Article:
To be more precise than that we'd have to take into account the gravitational effect of each planet on the orbits of each of the other planets. Unfortunately that would require mathematics that we haven't invented yet.

This animation is possible because the asteroids are so much smaller than Jupiter and the Sun that their locations can be plotted without taking into account the effect of the gravitation due to their mass on the orbits of the planets.
Zach W.
+Chuck Karish, wait, we actually haven't developed mathematics to calculate the overlapping gravitational fields/forces between massive bodies like planets? That's pretty interesting, if true.
This image greatly expands (...) the physical scale of what would obviously need to be written off together with Jupiter if Jupiter was to be subtracted from the Solar System.

Can the physics of such a counterfactual subtraction be unequivocally defined? Not fully... looks about right :)
This made me dizzy. Interesting however.
+Zach Wilks We have the math, definitely -- that's where things like this animation (and the ability of spaceships to fly) comes from. What we can't do is solve it as an equation; all we can do is numerical calculations. The actual dynamics are chaotic and very complex.
I think a serious study comparing this phenomenon with weather patterns would yield some noteworthy results.
+Christina Talbott-Clark Some people have already answered various parts of this, but I'll add a bit more explanation of "orbiting each other" -- if you have two bodies in orbit, each is pulling on the other. What's really happening is that they're both orbiting their mutual center of mass. If one body is much heavier than the other, like the Sun and the Earth, (or for that matter, an electron and a proton in an atom) then the center of mass is pretty close to the center of the heavier item, so it looks like the light object is circling the heavy object. (And if you look closely, like the heavy object is wobbling as well: that's simply its own motion around its own center of mass) On the other hand, if you have two bodies of equal size orbiting each other, then the center of mass would be bang in the middle between them, so they both appear to be orbiting that central point. 

Two people holding hands and spinning around on an ice rink do the exact same thing.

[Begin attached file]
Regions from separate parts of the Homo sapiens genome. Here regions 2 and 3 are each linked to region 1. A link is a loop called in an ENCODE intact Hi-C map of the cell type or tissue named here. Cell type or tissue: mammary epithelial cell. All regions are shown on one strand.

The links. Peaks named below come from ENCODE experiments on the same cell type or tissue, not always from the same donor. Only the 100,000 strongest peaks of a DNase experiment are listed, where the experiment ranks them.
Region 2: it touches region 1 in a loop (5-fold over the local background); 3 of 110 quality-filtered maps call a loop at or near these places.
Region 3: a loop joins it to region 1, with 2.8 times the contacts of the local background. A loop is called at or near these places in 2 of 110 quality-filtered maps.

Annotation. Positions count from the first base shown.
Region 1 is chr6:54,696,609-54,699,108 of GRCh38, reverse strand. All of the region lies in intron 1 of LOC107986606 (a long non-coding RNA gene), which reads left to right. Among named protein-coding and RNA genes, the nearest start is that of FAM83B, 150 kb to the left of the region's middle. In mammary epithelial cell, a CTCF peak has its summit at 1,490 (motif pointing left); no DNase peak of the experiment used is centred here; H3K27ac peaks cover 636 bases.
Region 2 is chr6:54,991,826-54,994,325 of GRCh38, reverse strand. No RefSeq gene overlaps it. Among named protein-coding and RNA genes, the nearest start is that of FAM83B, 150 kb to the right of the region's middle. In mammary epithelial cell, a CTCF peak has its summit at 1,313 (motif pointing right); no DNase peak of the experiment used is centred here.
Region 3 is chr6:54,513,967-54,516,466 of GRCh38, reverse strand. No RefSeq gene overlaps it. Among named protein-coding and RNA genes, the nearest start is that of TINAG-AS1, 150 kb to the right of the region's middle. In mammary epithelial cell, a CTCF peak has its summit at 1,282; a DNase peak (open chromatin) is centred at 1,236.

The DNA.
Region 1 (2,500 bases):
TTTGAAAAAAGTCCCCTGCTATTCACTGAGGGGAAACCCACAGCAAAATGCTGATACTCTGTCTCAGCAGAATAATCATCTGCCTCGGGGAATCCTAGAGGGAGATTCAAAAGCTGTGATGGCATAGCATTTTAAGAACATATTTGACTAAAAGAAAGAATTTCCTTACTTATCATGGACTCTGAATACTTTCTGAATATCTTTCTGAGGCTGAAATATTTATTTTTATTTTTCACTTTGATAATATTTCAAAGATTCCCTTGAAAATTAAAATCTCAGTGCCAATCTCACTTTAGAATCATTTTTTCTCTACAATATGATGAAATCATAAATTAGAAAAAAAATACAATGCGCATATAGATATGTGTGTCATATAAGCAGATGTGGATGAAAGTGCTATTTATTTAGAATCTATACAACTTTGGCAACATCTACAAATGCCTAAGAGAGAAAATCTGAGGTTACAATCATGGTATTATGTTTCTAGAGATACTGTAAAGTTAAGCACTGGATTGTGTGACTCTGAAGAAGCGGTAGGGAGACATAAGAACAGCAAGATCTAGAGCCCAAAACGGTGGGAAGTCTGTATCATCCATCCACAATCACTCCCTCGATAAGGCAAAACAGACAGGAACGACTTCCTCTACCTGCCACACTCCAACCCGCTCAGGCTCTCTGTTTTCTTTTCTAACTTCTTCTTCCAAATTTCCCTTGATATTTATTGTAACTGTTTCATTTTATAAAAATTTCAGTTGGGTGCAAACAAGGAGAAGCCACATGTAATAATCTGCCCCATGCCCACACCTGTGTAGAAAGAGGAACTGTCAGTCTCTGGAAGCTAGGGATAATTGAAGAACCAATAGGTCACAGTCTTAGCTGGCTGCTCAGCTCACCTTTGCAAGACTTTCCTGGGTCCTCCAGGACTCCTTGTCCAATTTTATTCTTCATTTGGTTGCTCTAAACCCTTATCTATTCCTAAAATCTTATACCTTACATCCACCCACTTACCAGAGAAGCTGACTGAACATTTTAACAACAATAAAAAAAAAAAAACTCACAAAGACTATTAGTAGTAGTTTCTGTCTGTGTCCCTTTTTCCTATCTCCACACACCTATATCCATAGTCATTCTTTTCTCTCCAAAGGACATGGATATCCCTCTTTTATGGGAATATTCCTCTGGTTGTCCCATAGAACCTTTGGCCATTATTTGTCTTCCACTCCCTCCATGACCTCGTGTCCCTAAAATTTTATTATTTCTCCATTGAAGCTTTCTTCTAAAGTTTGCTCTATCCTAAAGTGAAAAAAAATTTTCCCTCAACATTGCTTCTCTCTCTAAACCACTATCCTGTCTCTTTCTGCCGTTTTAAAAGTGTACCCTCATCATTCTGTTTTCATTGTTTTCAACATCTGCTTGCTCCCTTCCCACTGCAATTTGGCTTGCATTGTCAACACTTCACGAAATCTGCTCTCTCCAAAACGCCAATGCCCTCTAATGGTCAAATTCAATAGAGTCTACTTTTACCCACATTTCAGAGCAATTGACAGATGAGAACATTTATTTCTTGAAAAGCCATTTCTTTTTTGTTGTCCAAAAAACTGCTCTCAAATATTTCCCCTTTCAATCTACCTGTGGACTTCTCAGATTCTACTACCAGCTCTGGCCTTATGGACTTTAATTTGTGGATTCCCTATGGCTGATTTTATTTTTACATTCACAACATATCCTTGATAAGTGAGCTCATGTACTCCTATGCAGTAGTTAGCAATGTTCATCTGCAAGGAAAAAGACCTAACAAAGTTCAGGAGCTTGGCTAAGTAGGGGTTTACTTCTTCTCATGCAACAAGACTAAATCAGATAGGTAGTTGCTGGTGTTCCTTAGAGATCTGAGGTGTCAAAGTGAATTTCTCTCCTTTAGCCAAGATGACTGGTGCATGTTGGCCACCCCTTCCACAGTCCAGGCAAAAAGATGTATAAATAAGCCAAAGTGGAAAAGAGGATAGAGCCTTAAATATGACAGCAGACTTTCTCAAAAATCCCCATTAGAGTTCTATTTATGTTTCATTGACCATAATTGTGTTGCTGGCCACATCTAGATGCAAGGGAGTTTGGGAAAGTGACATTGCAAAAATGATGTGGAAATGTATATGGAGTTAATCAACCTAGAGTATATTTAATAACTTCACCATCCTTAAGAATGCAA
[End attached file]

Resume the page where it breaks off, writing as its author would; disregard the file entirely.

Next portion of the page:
Zach W.
+Yonatan Zunger That makes...A little sense. I'm not exactly adept with math, so I don't follow how that works, in all honesty. Without getting too caught up on the mathematical side of it, I'm guessing that it must be an extensive series of measurements to gather this information, as opposed to set data that can be used to predict the patterns?
Fascinating, thank you for posting, +Yonatan Zunger!  The nifty graphic really puts in perspective just how fast we are zooming along on our mother Earth... I think I'm getting motion sickness now!
+Zach Wilks As far as the numerics? It's basically simple -- if you know the mass, position, and velocity of the various objects, you can run a big computation to plot their trajectories. The challenge is that, because the system is chaotic, even small errors in any of those parameters can quickly turn into big errors in the trajectory plots. Fortunately, with gravitational trajectories, if you get the motions of the big objects right, then errors in the data about a small object lead to errors in the predictions for that object, but not errors in the predictions for every other object. And we're pretty good about measuring positions and so on within our solar system, now. That's all core astronomy work, basically taking lots of pictures through telescopes and watching how things move.
So does every body in our solar system has 5 lagrange points like the Earth? Didn't we put satellites in ours? I remeber reading we have something looking at the sun in one of them. Oh and Pluto is a planet (and also Mickey's friend)! Anyone who disagrees can go walk into Mount Doom.